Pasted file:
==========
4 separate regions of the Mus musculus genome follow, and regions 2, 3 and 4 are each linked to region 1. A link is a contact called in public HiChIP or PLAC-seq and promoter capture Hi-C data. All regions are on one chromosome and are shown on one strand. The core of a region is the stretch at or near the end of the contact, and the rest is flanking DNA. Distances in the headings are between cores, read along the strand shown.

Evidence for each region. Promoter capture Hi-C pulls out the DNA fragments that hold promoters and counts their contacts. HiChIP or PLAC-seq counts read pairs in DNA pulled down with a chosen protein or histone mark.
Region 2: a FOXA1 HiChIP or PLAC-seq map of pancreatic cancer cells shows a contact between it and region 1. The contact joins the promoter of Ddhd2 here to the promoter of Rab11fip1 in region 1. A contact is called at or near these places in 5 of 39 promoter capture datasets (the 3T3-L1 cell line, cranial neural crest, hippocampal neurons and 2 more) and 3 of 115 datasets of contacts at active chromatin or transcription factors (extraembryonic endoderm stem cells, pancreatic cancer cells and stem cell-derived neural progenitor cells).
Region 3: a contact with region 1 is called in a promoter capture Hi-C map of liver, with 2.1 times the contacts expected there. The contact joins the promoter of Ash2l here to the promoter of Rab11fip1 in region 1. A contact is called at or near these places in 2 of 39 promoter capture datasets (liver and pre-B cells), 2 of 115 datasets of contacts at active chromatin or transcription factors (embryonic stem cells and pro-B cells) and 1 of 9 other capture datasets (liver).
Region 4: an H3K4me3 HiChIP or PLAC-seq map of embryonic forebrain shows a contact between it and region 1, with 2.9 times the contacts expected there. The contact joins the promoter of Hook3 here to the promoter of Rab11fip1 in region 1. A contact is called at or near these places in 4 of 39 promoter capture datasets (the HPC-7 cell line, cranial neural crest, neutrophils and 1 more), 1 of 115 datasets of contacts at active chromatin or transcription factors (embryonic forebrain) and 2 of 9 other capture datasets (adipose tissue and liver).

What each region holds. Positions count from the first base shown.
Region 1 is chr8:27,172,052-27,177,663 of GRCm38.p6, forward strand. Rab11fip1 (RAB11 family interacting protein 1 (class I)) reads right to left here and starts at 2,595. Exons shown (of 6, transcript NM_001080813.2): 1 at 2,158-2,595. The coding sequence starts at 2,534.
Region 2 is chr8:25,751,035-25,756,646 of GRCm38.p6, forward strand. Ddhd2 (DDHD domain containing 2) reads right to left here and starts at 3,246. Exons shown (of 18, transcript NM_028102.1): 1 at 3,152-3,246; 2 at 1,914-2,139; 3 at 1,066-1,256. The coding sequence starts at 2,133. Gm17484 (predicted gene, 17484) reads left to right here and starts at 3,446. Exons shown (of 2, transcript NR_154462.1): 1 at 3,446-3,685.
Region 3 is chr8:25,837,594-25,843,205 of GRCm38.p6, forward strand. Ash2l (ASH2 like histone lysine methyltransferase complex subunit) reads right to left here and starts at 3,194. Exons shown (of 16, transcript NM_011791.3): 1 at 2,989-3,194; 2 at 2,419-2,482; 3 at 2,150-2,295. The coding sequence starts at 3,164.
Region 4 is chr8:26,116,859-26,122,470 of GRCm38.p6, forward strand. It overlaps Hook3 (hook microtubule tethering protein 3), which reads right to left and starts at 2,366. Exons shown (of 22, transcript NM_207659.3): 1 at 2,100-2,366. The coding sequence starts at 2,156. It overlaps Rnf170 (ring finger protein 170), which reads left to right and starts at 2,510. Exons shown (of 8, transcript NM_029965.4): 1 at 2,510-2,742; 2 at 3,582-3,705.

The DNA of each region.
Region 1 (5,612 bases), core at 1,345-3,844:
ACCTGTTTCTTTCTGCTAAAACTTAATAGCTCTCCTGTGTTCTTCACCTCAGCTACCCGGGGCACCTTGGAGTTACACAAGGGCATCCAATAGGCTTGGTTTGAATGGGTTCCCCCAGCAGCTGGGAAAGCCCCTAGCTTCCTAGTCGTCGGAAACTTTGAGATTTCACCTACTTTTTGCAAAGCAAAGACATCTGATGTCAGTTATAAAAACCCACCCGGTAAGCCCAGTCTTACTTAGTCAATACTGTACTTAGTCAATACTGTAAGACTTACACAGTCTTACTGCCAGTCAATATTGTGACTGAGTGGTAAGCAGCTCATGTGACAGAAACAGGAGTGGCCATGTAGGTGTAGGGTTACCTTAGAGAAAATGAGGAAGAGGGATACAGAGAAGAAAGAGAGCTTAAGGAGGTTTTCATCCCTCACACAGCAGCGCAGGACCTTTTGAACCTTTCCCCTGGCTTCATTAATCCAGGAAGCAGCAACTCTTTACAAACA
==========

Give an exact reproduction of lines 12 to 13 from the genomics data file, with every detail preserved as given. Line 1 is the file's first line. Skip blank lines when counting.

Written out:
Region 1 (5,612 bases), core at 1,345-3,844:
ACCTGTTTCTTTCTGCTAAAACTTAATAGCTCTCCTGTGTTCTTCACCTCAGCTACCCGGGGCACCTTGGAGTTACACAAGGGCATCCAATAGGCTTGGTTTGAATGGGTTCCCCCAGCAGCTGGGAAAGCCCCTAGCTTCCTAGTCGTCGGAAACTTTGAGATTTCACCTACTTTTTGCAAAGCAAAGACATCTGATGTCAGTTATAAAAACCCACCCGGTAAGCCCAGTCTTACTTAGTCAATACTGTACTTAGTCAATACTGTAAGACTTACACAGTCTTACTGCCAGTCAATATTGTGACTGAGTGGTAAGCAGCTCATGTGACAGAAACAGGAGTGGCCATGTAGGTGTAGGGTTACCTTAGAGAAAATGAGGAAGAGGGATACAGAGAAGAAAGAGAGCTTAAGGAGGTTTTCATCCCTCACACAGCAGCGCAGGACCTTTTGAACCTTTCCCCTGGCTTCATTAATCCAGGAAGCAGCAACTCTTTACAAACA